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Woodstock Festival Highlights Digital Media

Woodstock — Topics that range from preventing global atrocities to government accountability, from science and storytelling to getting out into the woods are among the presentations slated for this year’s Woodstock Digital Media Festival.

Experts from across the country will be speaking at the festival, set for Nov. 1, addressing some of the ways digital media is making worldwide social, civic and cultural changes, organizer David McGowan said last week.

In its third year, the festival is designed to bring together people from such diverse areas as art, business and the nonprofit sector under the common link of digital media.

“This is not a how-to digital media event,” McGowan said. “What we’re trying to create is a program that gives everyone a sense of where we are and what can be done. It should appeal to audiences who not only have an interest in digital media, but also those who are just interested in the topic areas.”

For example, one of the presentations could interest people who care about preserving history — from professional and local historians to someone who has a trove of family photographs she wants to preserve.

“We’re bringing together people from all over the country with diverse interests and expertise and putting them together in a beautiful place, a special environment, with wonderful venues for talks and presentations. I think it’s going to create an atmosphere that makes this event unique and different,” McGowan said.

McGowan has lived part-time in Woodstock since 2008 and now lives in London and works in Budapest, Hungary. In 2011, he and a group of friends started the privately funded weekend festival, which drew people from Boston and New York City, as well as Vermont and New Hampshire.

Attendance doubled in 2012, and this year the event was moved to a Friday and changed to a day-long affair with a more focused program, McGowan said. “Although we’re changing, it already looks like we’ll have a good turnout.”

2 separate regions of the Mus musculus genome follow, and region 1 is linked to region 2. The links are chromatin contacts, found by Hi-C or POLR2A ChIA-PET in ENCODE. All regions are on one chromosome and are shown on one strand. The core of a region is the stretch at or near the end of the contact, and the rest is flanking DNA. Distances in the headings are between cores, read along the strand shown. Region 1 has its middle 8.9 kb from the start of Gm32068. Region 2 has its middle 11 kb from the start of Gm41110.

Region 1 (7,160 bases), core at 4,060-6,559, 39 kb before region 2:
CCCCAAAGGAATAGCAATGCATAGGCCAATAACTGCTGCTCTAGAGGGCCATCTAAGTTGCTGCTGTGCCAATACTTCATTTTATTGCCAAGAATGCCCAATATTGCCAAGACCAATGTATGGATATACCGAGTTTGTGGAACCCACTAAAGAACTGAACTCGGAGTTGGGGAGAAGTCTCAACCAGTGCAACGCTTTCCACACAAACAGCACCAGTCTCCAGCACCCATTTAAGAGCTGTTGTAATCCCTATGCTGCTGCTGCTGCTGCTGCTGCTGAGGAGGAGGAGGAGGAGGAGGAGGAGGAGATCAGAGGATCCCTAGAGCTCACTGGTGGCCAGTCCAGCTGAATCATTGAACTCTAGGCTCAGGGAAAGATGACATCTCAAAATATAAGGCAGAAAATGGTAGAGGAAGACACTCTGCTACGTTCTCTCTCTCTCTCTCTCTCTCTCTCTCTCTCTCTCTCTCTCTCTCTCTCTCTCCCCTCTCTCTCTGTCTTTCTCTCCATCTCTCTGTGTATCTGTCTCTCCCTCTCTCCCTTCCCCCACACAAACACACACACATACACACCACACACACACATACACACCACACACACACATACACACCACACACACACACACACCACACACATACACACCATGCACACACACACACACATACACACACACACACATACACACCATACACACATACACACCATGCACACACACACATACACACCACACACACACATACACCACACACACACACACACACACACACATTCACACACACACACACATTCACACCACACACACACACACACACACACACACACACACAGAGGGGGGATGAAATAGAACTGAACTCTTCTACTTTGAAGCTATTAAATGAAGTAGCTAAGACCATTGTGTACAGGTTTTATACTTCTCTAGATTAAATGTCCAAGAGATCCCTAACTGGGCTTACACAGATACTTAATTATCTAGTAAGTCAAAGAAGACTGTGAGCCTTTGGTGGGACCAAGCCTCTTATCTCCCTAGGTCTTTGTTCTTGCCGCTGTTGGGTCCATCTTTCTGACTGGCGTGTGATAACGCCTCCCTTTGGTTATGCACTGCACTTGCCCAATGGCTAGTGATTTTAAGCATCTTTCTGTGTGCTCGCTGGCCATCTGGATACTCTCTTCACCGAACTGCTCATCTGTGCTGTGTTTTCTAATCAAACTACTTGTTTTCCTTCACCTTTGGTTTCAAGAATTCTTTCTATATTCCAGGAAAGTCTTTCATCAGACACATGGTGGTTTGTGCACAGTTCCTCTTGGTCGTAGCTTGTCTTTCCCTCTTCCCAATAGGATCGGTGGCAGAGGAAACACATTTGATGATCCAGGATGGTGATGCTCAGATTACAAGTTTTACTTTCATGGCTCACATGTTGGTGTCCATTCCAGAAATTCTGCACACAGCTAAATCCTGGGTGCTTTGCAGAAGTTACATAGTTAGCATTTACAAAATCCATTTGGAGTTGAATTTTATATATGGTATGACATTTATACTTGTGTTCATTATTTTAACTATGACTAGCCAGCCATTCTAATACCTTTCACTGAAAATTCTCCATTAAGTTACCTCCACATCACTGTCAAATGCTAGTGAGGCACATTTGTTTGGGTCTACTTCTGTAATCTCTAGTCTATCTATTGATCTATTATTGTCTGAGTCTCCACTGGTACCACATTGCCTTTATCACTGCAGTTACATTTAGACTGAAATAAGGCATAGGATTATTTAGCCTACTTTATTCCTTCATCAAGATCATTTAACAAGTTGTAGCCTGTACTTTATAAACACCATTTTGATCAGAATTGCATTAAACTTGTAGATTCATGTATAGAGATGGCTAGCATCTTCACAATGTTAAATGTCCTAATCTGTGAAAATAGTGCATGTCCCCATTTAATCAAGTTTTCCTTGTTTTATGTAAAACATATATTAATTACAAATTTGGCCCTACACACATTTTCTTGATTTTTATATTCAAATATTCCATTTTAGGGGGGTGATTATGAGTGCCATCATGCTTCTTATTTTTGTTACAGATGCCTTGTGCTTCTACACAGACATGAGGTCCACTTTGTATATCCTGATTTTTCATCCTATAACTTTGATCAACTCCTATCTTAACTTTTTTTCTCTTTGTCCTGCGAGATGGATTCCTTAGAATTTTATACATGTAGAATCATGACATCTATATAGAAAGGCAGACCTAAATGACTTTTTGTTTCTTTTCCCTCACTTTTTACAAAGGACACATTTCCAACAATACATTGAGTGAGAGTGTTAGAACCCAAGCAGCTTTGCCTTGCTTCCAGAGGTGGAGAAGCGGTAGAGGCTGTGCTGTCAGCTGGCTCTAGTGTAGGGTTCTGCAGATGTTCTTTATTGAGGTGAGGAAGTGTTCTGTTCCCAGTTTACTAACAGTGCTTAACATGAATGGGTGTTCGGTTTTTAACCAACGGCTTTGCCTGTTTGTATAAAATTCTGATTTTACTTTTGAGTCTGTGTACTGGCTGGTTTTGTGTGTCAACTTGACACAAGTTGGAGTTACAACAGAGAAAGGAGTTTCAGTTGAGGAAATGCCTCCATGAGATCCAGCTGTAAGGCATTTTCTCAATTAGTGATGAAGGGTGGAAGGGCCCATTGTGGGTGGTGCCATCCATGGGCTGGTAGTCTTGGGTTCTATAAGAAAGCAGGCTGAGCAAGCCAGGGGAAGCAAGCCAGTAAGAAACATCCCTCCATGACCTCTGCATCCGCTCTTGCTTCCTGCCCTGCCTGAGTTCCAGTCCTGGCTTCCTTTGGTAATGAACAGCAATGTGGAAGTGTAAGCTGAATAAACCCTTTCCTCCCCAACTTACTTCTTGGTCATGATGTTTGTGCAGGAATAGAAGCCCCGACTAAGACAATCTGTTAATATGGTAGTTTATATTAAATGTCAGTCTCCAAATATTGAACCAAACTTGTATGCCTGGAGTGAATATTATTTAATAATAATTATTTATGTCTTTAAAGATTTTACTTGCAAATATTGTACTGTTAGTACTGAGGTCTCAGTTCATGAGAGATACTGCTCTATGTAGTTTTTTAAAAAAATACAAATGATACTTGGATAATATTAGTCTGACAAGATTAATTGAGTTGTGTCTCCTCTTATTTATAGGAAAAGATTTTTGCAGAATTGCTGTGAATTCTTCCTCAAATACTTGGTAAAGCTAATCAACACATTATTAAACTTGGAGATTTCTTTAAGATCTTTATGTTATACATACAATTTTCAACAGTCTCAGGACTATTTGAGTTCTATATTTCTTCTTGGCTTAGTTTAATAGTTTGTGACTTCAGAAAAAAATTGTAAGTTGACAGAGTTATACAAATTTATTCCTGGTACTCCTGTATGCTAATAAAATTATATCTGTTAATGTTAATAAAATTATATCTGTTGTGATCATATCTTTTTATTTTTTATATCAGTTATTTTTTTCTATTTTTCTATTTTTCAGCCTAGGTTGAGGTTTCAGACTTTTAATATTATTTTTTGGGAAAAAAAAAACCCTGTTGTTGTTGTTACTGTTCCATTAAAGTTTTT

The festival is free and open to the public and features presentations, discussions and hands-on workshops.

Events run from 10 a.m. to 6 p.m. in venues in central Woodstock, including the Woodstock Inn and Resort and the Norman Williams Public Library.

Those wishing to attend can register at http://woodstockdigital.com/2013. Anyone who registers before Oct. 28 will receive a free box lunch prepared by the Woodstock Farmers’ Market.

Presentations and talks are scheduled to be 30 to 60 minutes in length, with the schedule designed to encourage attendance of the full program. Workshops will be scheduled concurrently, allowing for attendees to pursue areas and presenters of specific interest.

Presentations include:

Speaker Jon Voss of Historypin is presenting “Local History Goes Global.” The World Wide Web provides the cultural, technological and legal frameworks to open the doors of innovation and imagination, and also enables libraries, archives and museums the world over to play a critical role.

Eddie Tejeda of Civic insight presents “Code for America.” Open Data can play a role in bringing city officials, residents, and local institutions together to bring positive, real changes to how cities are run.

Stuart Lynn of Zooniverse and the Adler Planetarium and Yasser Ansari of Project Noah present “Citizen Science.” The world of science is being transformed by the participation of ordinary people with a passion for discovery and exploration.

Ben Vershbow, the founder and director of the digital innovation team at the New York Public Library, will talk about his group’s recent experiments in digitization, data mining and community engagement around historical collections.

Gabriel Dance of The Guardian and Wesley Lindamood of National Public Radio will focus some of the work being done by news organizations who have been especially innovative in their use of digital media to enhance meaning.

David Tyler of Green Mountain Digital and Yonder will discuss if an app inspire and enable a love for nature and the outdoors. Tyler will give insight into the creation and early usage of the new Yonder app.

Lorie Loeb of Digital Arts Leadership and Innovaton Lab at Dartmouth College will talk about the DALI Lab’s work with the Holocaust Museum to create a tool to help policy makers and human rights groups set policies that will reduce the risk of mass atrocities around the world.

∎ Two panel discussions moderated by Lars Torres director of Vermont Office of the Creative Economy and featuring some of Vermont’s digital leaders explore Vermont’s as a laboratory for public interest innovation, and the role the state’s education and civic institutions need to play.

Warren Johnston can be reached at wjohnston@vnews.com or 603-727-3216.